There are two independent organic cotton certification systems, the Organic Content Standard (OCS) and the Global Organic Textiles Standard (GOTS). The OCS can be applied to any non-food product that contains 95 to 100% of organic material and gives the textiles industry a means to verify the organically grown content of products. The Global Organic Textiles Standard (GOTS) has a strong focus on cotton production and also includes the environmental and social aspects of the whole organic cotton supply chain.
While organic cotton seems to be preferable to conventional cotton, organic cotton has been a subject of controversy and there have been claims of greenwashing. This is partly due to the fact that organic cotton farming can require more resources, as it can take up more time, labour and land than conventional cotton farming. Organic cotton production is not always as efficient as conventional cotton farming, and often provides lower yields. It should be noted that conventional cotton crops are often genetically engineered in order to give higher yields. In the last 35 years, cotton yields have increased by 42% due to genetic modifications and better irrigation techniques. In order to get the same amount of fibre from organic cotton crops as conventional cotton crops, more organic crops will have to be planted, which requires more land. This extra land will also need to be tended to and possibly irrigated, requiring more labour and water.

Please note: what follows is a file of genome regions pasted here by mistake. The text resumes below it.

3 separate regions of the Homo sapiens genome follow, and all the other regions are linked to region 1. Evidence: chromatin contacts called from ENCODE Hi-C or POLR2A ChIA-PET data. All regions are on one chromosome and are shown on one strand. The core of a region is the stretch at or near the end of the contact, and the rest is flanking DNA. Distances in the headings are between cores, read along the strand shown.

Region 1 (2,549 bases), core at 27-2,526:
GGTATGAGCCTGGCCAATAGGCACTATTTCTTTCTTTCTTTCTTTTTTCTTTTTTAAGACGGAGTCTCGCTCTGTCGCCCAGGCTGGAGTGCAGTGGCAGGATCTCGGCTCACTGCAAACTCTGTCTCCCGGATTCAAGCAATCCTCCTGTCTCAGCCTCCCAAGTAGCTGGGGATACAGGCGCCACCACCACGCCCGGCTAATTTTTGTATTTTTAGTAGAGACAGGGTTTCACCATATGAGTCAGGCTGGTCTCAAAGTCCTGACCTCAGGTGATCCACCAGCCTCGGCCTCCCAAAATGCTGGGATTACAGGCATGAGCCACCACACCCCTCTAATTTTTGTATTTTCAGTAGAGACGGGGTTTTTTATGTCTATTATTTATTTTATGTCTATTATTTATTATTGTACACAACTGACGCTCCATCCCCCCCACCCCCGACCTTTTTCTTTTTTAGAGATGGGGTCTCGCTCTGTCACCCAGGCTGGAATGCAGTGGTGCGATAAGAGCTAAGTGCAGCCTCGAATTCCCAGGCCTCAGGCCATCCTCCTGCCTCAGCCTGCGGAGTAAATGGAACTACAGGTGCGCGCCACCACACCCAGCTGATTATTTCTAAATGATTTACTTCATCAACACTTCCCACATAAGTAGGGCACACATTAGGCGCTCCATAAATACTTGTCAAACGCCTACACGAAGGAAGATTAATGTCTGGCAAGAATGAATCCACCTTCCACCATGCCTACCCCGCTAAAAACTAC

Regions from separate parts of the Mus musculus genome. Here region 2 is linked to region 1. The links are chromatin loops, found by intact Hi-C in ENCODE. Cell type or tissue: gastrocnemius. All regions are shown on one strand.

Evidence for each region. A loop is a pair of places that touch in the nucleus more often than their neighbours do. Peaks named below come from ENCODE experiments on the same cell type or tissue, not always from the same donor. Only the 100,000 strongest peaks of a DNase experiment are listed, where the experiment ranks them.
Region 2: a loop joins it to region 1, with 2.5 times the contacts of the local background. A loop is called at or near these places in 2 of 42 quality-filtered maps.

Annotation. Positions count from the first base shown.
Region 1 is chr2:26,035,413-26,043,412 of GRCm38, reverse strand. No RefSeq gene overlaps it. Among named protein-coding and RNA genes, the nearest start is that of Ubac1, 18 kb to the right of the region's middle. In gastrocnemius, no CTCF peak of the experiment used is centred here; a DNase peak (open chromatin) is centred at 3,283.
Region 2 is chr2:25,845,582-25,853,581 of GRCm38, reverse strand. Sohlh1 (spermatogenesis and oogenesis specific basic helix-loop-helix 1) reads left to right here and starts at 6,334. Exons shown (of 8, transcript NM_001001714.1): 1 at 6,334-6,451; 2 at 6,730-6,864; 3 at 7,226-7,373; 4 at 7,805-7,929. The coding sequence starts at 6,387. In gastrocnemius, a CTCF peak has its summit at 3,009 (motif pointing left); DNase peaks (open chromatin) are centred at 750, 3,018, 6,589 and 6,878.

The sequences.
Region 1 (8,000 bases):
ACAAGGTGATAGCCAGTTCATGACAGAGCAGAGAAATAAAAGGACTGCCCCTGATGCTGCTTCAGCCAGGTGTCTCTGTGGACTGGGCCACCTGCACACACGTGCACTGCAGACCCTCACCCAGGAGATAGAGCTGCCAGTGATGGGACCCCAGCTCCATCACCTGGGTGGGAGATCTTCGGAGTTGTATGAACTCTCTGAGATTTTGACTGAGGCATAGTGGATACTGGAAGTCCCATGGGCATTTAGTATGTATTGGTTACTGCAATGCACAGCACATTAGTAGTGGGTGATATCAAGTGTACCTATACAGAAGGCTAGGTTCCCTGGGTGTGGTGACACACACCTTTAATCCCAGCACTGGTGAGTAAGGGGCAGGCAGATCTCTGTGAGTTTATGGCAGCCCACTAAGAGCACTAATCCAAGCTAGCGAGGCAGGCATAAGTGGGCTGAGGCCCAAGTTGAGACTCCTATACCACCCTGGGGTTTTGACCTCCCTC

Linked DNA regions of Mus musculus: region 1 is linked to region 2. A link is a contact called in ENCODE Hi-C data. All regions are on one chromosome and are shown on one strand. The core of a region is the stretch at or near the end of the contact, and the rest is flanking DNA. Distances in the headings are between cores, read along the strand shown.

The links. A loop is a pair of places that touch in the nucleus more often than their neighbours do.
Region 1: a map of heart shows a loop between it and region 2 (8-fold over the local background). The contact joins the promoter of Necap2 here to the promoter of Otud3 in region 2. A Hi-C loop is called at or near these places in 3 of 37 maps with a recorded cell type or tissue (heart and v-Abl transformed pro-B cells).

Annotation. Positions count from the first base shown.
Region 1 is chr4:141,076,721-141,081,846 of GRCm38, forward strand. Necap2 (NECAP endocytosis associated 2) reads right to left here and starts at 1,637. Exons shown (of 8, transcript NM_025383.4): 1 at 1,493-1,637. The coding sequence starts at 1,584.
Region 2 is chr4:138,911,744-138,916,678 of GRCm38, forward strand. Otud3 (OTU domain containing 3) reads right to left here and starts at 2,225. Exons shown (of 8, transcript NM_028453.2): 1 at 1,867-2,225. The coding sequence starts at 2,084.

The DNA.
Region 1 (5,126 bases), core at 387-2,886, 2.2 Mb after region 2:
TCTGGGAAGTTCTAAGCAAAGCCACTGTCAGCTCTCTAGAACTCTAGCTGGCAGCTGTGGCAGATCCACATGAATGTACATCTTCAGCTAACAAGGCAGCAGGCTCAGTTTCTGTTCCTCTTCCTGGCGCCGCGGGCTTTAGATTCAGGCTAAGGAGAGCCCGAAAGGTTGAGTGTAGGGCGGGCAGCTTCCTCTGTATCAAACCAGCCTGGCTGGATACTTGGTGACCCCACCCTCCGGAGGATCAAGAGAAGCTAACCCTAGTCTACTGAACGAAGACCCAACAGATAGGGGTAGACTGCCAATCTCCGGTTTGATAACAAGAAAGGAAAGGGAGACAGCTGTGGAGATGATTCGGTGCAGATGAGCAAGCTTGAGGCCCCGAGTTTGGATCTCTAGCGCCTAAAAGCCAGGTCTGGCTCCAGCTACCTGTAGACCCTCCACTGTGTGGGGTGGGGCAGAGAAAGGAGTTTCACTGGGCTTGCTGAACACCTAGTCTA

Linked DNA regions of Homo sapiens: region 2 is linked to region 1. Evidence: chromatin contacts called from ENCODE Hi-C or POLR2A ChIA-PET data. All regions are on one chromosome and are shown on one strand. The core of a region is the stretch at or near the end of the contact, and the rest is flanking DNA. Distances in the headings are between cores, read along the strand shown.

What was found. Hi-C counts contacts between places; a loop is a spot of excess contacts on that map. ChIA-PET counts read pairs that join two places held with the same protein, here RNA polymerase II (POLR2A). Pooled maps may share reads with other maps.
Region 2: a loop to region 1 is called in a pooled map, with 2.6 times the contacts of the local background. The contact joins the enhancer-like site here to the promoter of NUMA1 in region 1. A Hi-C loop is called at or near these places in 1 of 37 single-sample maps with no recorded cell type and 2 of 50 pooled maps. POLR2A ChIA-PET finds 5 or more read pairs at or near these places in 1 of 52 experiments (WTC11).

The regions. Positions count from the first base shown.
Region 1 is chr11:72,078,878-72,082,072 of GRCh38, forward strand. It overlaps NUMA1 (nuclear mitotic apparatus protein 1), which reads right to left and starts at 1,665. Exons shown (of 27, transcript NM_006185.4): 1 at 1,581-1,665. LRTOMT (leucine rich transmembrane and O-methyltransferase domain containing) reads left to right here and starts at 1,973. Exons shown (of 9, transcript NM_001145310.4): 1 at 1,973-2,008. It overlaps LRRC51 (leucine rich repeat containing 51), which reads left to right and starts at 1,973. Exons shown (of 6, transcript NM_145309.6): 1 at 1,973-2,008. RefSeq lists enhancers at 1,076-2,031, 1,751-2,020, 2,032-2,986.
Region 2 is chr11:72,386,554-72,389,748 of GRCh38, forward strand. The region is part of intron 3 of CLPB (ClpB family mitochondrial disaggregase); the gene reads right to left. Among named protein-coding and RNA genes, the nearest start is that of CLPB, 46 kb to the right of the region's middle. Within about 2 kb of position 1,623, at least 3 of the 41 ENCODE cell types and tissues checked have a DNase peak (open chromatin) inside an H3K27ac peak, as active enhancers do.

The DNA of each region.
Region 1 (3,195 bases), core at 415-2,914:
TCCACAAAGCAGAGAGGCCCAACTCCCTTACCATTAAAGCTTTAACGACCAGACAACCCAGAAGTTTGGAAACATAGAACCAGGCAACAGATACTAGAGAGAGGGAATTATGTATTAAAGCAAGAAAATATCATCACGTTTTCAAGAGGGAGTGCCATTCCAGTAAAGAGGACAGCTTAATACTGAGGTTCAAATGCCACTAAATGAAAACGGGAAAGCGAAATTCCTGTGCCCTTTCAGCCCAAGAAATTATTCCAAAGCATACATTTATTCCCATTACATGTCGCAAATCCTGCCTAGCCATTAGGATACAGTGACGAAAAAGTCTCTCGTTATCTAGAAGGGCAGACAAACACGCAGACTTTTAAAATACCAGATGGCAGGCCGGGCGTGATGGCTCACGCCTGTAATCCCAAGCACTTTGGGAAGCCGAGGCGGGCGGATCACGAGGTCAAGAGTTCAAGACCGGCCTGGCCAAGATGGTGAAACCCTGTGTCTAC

However, studies vary on the amount of water that organic cotton requires. Most sources on the water use of organic cotton cite data from Textile Exchange. A comparison of two Life Cycle Assessments (LCAs), commissioned by Textile Exchange, led to the unsubstantiated statement that organic cotton production would require 91% less water than conventional cotton. However, this claim has been contested and Textile Exchange agreed that this claim is only correct in the context of the two specific LCA studies, as it compares organic cotton production that occurs in rainfed fields, whereas the conventional cotton fields are irrigated.